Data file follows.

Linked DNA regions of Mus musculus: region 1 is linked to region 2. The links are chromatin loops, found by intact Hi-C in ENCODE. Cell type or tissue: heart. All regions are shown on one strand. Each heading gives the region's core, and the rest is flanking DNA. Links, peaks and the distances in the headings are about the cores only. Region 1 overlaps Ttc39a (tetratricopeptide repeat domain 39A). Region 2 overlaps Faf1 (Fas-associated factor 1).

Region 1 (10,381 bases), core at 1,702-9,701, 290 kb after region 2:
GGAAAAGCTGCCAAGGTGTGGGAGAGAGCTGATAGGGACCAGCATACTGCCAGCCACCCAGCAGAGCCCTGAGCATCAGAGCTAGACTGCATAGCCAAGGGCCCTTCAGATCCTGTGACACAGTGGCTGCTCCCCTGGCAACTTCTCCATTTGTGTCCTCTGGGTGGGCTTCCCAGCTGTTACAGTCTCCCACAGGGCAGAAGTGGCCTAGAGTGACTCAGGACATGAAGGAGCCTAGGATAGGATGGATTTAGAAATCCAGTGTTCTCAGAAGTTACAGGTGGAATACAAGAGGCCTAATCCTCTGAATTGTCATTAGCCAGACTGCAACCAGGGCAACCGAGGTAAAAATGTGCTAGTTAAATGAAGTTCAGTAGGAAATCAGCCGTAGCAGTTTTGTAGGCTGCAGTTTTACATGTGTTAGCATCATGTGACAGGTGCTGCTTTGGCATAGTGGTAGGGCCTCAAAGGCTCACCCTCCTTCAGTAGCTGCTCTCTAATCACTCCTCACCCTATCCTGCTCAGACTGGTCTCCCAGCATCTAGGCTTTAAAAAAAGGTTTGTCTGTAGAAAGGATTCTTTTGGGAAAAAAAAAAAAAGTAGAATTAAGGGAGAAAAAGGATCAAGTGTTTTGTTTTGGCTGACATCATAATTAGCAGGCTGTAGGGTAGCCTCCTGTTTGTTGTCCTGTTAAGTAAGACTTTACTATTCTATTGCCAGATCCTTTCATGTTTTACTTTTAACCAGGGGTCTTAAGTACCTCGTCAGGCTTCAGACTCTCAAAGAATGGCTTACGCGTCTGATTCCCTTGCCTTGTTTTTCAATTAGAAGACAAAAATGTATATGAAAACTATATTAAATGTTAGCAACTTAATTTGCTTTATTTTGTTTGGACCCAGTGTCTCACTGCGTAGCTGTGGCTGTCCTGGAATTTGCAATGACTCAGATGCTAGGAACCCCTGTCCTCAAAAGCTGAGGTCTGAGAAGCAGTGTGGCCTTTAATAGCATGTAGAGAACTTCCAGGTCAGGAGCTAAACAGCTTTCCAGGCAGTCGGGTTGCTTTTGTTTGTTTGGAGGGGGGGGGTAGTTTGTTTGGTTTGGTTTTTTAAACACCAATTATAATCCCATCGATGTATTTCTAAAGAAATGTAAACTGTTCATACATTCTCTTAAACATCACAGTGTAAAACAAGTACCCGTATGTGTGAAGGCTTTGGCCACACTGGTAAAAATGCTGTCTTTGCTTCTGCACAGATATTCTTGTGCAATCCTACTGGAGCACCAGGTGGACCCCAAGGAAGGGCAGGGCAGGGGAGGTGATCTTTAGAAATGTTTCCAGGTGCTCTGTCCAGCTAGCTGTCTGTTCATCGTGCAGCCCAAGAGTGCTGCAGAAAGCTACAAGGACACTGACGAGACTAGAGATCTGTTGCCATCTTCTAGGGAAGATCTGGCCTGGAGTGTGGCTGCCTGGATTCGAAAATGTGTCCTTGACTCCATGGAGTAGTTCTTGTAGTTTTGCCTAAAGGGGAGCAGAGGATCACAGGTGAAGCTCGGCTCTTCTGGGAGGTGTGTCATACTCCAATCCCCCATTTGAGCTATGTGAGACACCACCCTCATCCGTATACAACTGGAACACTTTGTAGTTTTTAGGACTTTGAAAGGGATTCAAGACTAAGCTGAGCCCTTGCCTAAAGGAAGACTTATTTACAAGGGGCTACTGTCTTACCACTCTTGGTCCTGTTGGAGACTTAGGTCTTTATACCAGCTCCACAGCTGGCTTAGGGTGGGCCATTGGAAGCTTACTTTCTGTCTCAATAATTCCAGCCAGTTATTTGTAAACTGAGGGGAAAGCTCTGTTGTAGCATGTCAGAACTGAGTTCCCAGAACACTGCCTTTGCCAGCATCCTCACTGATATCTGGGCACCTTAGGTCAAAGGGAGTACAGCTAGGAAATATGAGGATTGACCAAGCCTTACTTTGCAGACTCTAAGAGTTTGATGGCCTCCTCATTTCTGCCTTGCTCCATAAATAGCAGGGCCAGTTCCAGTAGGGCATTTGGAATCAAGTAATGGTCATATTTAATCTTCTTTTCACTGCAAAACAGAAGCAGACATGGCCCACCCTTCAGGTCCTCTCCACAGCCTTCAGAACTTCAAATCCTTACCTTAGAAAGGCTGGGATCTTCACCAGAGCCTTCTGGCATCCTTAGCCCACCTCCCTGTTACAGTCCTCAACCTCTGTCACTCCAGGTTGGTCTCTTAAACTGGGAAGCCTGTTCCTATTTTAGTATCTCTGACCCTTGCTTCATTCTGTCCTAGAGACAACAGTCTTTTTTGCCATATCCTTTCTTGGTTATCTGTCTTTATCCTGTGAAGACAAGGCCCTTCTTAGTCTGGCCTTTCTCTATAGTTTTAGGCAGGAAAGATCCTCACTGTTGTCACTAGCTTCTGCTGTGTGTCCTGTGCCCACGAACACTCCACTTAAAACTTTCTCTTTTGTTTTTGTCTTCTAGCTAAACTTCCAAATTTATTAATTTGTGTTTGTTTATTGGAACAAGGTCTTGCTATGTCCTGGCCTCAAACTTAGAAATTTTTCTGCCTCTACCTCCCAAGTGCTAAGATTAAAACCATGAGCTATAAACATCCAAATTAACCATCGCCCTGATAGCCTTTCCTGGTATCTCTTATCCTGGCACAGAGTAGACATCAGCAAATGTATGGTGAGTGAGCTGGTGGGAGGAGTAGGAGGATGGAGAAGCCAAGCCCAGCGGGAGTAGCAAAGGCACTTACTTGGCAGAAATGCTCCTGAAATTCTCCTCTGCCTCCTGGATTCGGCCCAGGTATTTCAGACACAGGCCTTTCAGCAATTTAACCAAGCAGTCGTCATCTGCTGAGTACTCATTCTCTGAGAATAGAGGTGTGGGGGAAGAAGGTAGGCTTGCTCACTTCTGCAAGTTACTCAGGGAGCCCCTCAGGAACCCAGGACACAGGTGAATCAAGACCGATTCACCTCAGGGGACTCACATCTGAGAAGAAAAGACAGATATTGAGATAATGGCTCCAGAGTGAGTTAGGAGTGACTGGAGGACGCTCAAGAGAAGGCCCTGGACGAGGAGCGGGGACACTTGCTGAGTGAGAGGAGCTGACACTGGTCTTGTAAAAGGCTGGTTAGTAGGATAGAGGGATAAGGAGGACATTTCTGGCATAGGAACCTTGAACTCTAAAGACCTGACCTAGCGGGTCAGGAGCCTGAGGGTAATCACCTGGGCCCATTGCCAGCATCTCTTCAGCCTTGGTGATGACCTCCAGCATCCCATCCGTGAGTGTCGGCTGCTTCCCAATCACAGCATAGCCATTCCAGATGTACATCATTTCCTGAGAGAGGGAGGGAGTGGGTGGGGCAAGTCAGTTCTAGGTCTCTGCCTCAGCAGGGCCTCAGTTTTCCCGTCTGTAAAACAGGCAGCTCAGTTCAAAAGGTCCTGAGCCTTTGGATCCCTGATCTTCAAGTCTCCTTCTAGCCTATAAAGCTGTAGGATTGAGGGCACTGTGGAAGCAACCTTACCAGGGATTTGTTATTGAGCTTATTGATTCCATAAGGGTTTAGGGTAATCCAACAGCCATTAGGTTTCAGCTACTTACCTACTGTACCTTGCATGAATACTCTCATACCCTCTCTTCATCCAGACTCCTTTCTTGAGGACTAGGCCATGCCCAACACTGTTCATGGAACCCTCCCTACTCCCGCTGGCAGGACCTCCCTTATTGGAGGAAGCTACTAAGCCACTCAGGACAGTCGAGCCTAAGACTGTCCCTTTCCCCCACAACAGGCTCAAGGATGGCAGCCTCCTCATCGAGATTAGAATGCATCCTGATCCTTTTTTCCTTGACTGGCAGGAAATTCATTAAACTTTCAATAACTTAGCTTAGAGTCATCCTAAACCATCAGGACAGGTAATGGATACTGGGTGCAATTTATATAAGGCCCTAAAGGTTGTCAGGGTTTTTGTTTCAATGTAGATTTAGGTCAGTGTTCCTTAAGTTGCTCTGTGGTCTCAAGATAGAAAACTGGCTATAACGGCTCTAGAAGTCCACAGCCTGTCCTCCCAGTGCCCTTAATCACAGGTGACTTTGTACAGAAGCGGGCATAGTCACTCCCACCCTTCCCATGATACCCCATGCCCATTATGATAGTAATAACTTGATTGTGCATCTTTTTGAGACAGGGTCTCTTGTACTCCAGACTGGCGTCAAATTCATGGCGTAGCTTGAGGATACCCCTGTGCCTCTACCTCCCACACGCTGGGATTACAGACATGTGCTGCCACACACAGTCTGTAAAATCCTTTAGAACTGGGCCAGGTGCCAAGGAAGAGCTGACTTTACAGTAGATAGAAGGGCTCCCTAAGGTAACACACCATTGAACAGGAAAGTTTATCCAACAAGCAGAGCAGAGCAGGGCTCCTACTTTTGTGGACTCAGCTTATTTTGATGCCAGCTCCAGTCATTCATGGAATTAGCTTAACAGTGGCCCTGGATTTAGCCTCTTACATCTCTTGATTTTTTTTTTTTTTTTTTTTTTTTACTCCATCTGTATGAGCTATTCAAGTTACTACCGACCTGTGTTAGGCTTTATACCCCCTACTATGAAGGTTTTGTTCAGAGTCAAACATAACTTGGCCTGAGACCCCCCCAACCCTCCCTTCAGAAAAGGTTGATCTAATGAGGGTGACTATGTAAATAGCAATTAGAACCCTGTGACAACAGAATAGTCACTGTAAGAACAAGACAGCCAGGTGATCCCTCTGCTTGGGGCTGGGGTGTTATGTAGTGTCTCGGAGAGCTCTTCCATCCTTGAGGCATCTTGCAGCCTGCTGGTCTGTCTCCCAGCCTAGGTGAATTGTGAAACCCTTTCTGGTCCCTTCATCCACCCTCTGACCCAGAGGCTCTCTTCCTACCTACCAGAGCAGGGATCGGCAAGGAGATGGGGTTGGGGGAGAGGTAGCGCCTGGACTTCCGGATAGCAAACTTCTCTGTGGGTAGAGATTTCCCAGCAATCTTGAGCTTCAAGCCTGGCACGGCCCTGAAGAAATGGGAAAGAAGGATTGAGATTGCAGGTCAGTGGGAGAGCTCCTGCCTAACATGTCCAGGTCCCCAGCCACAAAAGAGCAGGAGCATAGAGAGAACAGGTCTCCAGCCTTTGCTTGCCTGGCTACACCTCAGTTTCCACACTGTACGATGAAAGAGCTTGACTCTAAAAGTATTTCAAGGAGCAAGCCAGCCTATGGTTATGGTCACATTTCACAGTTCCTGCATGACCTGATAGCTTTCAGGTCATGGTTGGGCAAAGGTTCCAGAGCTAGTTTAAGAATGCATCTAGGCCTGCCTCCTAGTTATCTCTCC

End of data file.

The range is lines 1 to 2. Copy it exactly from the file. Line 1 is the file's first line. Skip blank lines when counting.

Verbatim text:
Linked DNA regions of Mus musculus: region 1 is linked to region 2. The links are chromatin loops, found by intact Hi-C in ENCODE. Cell type or tissue: heart. All regions are shown on one strand. Each heading gives the region's core, and the rest is flanking DNA. Links, peaks and the distances in the headings are about the cores only. Region 1 overlaps Ttc39a (tetratricopeptide repeat domain 39A). Region 2 overlaps Faf1 (Fas-associated factor 1).

Region 1 (10,381 bases), core at 1,702-9,701, 290 kb after region 2: